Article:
Blog: Day three – Swani parish

Travel in Kenya is an experience. Many of the roads are rutted dirt tracks which in rainy season become impassable. It is also hard to determine what precisely are the rules for using the highway. It is little wonder Kenyans pray before travelling!

Today we travelled by a variety of roads to Swani parish to see a church programme called CCMP in operation – Church Community Mobilisation Programme. We wanted to see how this programme had helped and empowered people in this area.

Our guide for the day was the vicar Benson assisted by the vicar of the local parish Samuel and the cathecist Jackson. We saw four examples of the effects of CCMP in action: first we met a lady called Lucy who has now a water pump and is hoping to erect a tank. She has identified pumpkins as a good crop to grow as these aren’t generally produced in the area.

Then we met a lady called Gillian whose water pump has increased her crops of bananas and avocados and sweet potato and any water that runs from the well waters a crop of arrowroot. The money she has generated has enabled her to have 7 rooms to rent out to families and the availability of running water makes her rooms all the more attractive.


A banana tree at Gillian’s farm


An acre of healthy tomatoes at Peter’s farm

Our next two examples featured some older couples. The first, Peter, had been in a bad way with no opportunity to buy even seed. But thanks to CCMP he was able to pump water from the river and expand his holding to 2.5 acres. He now harvests all kinds of crops and hopes to produce about 45 crates of tomatoes this year – not a bad yield from a single acre. He also has a poultry farm, and indeed almost everywhere you go in Thika there are chickens. The second couple had been enabled to harvest rainwater from the roofs of their family buildings and store it – an immense advantage in the dry season.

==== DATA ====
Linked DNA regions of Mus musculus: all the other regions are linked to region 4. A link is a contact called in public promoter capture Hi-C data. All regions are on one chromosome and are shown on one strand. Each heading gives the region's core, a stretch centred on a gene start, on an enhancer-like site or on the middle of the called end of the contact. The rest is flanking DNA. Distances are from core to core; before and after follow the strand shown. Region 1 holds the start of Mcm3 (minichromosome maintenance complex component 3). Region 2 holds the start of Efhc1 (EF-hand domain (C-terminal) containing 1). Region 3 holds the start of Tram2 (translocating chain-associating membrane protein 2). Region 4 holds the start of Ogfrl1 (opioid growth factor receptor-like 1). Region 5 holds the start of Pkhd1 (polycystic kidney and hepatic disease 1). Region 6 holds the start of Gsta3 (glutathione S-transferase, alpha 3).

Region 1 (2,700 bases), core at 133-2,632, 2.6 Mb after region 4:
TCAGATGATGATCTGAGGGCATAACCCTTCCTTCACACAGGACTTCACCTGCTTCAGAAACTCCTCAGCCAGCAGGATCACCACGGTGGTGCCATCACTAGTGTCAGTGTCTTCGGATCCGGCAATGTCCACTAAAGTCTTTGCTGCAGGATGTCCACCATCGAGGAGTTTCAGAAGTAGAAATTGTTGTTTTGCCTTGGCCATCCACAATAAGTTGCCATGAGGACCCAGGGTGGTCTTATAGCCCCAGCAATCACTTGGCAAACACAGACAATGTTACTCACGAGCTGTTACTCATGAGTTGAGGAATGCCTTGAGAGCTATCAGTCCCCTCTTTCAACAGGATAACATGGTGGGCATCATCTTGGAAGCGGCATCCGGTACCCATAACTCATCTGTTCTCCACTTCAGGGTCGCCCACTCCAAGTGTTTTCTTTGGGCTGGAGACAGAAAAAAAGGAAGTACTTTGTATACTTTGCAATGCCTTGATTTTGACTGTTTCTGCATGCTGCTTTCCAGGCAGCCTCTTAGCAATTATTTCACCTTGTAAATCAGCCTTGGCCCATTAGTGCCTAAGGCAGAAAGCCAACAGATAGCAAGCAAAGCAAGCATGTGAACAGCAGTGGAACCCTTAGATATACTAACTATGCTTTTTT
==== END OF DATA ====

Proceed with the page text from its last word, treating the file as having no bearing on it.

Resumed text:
So how does CCMP work? It involves church moving away from depending on others and recognising the resources with which God has already blessed them. We went to Swani parish where this was explained further. The first part of programme involves Bible study and bringing church together. In Swani this at first involved only 12 men. They used only to meet at church, but through the programme realised they needed to visit each other’s homesteads.

From this decision sprang the idea of “merry go round financing”. Each visitor to a homestead brought 1000Ksh for the merry ground and 200Ksh for the kitty. Each month a grant of 20000KSh was made – not to be spent on consumables but of things that would bring long term benefit such as a water pump or storage tank.

As the fellowship has increased so every three months the men slaughter a goat together. There are now 22 members. The Merry go round has become an evangelistic tool. Particularly targeted have been the men whose wives come to church but who themselves don’t come. The next aim is to reach out to youth and slaughter a goat with them. There is also a desire to reach all men of the parish.

The parallel CCMP for women is run by the Mothers Union. The mothers now feel able to contribute and some of the money raised has enabled construction of a toilet in church. As a result of both programmes giving is up from 4000Ksh to 8000 to 12000Ksh per week and outsiders are seeing the joy.

How might anything of CCMP affect our church? We are already seeing the sharing of resources and talents but there is surely more we can do, and more people we should encourage to get involved by our discipleship of them. How we do this is something we need to think about at a later date.

It was somewhat ironic seeing the impact of CCMP when on the doorstep of Swani parish is a huge Del Monte plantation, a monoculture of pineapples that seems to stretch for miles. There are villages, schools even a church on the estate and Del Monte’s power seems pretty absolute.


At Swani school



View of the river Tana – Kenya’s longest river

We had lunch at Swani secondary school where the children sang for us and Bishop Nick spoke briefly. Then back on rutted roads for another sightseeing experience. We had seen a little of the countryside in the morning when we visited Peter’s holding and saw the weaver birds down by the river. This however was a long drive over more rutted roads to a hill called Kirama Korgi. It was a steep climb up to an outcrop of what I assumed were volcanic rocks. On a clear day you can apparently see Mount Kenya and as far as Somalia. Today however was not a clear day. Nonetheless looking down on the broad, green aim of the Tana river was an experience in itself and we all sang “O Lord my God” together.

Then eventually home to a meal of chicken killed today, matoke and kale with homegrown avocado. Ven David our host has chickens, geese, cows, goats, sheep and beehives as well as every kind of vegetable growing. It was a lovely feast after a tiring day.

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